CHATHAM – For 13 years, Robert Moss admired the old house at 154 Champlain Rd., where the street bends at a right angle and commands a panoramic view of Stage Harbor. He walked past it whenever he was in town, and often encountered people taking photos or just enjoying the view.
“It's just such an enjoyable spot,” he said.
Five years ago Moss offered to buy the historic home, known as Starboard Light, and finally came to an agreement with owner Robert Mahoney last summer. Last month, the historical commission agreed to lift a demolition delay order it had placed on the iconic building after accepting Moss' plan to save the nearly 190-year-old Cape.
Moss intends to move the house 37 feet to the east onto a new foundation, for the most part keeping intact the appearance of the property from the street and from the water. The rear section, which was built around the 1940s and was determined by the commission to not be historically significant, will be removed, and new “Nantucket” style construction will be added that Moss said will blend with the original building.
“The whole idea is when you drive by, it's the exact house everyone has seen for 190 years,” he said in a telephone interview last week.
His plans have several more stops before being finalized. Moss will be before the zoning board of appeals seeking a special permit today (Thursday, Jan. 9) at 4 p.m., and will be back before the conservation commission on Jan. 13. If there are no complications, he expects to lift and move the house in March and complete the project in about eight months.
Nick Fitzhugh's documentary “Starboard Light” told the story of the decision by the filmmaker's family to sell the house, which has been on the scenic corner since 1830, and may have been built even earlier and moved there. Issues of family and home were explored in the movie as the Fitzhughs wrestled with the sale of the property that has served as a family gathering spot for generations. Mahoney bought the house to preserve the view from his home directly behind Starboard Light, as the house was known. It was on and off the market for several years, but failed to attract a buyer at least partially due to Mahoney's imposition of height restrictions on any new construction.
“It forces you into building a smaller house than would normally be done on a lot with this value and location,” said Moss, a retired builder and developer who lives in Southborough. The challenge of preserving such an iconic building, either by restoration or moving it to another location, may also have been daunting, he added.
His plans went through several iterations before the final version that met with approval by both Mahoney and the historical commission. While he wanted to keep the original building on the site, Moss initially wanted to move it back behind new construction, but that would have changed the streetscape.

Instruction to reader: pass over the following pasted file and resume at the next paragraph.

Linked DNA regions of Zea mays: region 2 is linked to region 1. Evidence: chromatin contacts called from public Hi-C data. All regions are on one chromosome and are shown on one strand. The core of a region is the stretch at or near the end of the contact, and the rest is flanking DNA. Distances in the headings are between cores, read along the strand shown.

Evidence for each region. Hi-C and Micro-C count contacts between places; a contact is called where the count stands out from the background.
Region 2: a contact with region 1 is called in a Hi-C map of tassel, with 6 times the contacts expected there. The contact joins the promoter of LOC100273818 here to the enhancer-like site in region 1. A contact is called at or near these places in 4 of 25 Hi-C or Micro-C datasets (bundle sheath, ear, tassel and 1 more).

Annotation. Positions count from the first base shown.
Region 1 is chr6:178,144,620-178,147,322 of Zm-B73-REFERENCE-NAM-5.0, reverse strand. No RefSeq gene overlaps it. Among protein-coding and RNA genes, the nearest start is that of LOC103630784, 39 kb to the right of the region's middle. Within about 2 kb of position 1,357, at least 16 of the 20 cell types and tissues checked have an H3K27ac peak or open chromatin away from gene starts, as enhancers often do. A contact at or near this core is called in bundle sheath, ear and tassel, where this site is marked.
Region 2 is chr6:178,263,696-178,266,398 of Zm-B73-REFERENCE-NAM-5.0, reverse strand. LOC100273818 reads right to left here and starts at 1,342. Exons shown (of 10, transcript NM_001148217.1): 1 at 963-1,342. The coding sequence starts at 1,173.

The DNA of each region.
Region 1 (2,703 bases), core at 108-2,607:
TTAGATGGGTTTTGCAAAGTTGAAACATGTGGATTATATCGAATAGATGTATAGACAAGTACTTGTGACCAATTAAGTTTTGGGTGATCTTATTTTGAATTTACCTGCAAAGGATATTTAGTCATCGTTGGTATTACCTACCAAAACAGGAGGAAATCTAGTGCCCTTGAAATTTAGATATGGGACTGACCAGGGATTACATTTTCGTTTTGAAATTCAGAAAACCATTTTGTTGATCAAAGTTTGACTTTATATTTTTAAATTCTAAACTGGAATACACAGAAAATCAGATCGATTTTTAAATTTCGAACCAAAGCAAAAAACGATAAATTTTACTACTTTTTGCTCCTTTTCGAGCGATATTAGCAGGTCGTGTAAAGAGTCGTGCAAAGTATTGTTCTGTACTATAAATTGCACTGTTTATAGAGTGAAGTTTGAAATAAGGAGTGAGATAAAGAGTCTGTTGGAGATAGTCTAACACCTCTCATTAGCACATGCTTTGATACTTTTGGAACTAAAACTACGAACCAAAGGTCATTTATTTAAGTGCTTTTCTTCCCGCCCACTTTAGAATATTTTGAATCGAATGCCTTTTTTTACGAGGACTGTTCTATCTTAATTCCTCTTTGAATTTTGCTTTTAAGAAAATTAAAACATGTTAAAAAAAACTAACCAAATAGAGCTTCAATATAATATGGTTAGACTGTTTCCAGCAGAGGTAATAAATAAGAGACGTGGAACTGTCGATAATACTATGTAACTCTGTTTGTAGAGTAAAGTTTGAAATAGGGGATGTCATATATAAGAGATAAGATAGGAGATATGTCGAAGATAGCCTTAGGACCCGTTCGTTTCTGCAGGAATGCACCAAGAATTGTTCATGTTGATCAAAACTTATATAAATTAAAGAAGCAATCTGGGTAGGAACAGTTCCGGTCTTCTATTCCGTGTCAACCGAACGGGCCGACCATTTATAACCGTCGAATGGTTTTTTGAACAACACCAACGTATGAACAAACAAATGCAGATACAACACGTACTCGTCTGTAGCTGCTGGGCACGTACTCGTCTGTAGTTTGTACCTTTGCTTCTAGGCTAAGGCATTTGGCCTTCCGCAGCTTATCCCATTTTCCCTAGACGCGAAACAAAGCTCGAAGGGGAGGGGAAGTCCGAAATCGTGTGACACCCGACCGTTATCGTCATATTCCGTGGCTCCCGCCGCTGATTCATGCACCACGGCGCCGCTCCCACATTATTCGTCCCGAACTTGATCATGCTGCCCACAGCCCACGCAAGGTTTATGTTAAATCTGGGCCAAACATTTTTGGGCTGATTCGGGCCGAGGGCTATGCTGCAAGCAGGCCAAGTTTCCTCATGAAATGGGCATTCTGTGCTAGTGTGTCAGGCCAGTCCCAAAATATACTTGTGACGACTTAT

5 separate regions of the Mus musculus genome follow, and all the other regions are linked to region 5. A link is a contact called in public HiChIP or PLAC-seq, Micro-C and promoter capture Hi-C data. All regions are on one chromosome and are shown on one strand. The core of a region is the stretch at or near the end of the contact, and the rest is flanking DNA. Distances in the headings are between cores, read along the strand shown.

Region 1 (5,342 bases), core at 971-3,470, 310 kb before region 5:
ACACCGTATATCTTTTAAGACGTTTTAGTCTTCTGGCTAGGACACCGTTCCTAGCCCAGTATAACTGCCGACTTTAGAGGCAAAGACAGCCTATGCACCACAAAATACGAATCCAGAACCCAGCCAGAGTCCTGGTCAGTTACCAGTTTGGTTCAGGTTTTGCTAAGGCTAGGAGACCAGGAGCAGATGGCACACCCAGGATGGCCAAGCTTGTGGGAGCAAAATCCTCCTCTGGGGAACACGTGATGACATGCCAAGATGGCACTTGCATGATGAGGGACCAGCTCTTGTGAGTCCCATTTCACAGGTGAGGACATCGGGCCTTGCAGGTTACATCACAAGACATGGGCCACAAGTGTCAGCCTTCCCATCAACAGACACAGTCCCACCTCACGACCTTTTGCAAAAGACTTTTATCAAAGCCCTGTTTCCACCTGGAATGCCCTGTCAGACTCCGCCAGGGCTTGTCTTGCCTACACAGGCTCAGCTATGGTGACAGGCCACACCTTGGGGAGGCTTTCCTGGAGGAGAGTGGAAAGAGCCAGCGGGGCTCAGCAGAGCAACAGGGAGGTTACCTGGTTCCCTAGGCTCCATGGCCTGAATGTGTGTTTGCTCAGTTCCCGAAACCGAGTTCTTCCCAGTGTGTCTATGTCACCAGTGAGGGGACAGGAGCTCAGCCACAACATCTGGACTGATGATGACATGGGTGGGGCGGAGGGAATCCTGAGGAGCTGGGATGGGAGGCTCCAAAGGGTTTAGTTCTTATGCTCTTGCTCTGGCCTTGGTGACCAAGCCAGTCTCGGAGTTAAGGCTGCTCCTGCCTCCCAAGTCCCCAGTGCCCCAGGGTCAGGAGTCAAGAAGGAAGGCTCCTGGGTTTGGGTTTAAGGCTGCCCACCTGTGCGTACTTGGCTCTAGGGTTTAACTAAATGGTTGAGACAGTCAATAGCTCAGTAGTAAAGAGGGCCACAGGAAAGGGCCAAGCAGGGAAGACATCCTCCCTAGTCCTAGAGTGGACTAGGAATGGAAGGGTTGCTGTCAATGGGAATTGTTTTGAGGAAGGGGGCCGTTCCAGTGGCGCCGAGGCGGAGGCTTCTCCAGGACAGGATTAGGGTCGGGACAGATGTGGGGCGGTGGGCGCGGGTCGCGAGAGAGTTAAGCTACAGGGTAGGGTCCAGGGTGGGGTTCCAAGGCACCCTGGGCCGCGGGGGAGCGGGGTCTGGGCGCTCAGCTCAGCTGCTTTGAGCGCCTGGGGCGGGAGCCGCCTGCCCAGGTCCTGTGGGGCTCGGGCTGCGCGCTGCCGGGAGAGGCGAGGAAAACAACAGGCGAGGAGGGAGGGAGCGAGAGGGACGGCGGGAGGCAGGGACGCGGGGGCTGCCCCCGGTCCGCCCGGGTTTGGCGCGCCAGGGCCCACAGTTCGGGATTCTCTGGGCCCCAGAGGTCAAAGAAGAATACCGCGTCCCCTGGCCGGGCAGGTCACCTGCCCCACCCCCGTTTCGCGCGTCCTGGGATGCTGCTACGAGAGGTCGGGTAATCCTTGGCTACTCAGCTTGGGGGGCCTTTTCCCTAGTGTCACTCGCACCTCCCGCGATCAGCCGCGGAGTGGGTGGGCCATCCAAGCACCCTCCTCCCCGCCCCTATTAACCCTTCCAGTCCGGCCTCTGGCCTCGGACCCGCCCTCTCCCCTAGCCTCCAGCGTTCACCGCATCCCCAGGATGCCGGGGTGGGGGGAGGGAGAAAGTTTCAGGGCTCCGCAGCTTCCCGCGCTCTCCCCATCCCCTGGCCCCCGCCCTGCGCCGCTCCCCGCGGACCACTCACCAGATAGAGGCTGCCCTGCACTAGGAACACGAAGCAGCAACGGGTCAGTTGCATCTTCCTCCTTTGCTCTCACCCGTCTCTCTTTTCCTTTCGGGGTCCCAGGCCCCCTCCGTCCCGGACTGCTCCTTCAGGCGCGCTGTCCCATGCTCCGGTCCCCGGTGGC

“They really wanted to preserve that,” he said of the commission, which imposed the demolition delay to ensure that the house would not be demolished while ways to save it were explored.
Commission members praised Moss for his sensitivity to the building's historical integrity and his cooperation.
“We don't always see that,” said commission member Steve Burlingame.
With more and more historic homes being demolished or altered beyond recognition, saving this structure “means a lot to us,” said commissioner Jane Moffett.
Dealing with the commission was a positive experience for him, said Moss. “Everyone bent a bit and it all ended well,” he said.
Moss said he intends to restore the exterior of Starboard Light, using historically accurate but new windows and trim. It will be placed on a concrete foundation which will be faced with brick to resemble the current brick foundation. The chimney will be rebuilt and will not function, but it will be reproduced to the exact dimension and appearance of the original, he said. The interior will be converted to two bedrooms.
He even plans to preserve the existing white picket fence which he said is “part of the whole character of the house.” A wall mural in the sections that will be demolished will also be preserved. The three-by-six-foot mural will not be easy to preserve because it is painted right onto the wall, but it is a “good piece of history to preserve,” he said. The mural is thought to have been painted by Alice Stallknecht, who painted the “Christ Preaching to the Multitude” mural at the Atwood House and who lived nearby, but it is not signed.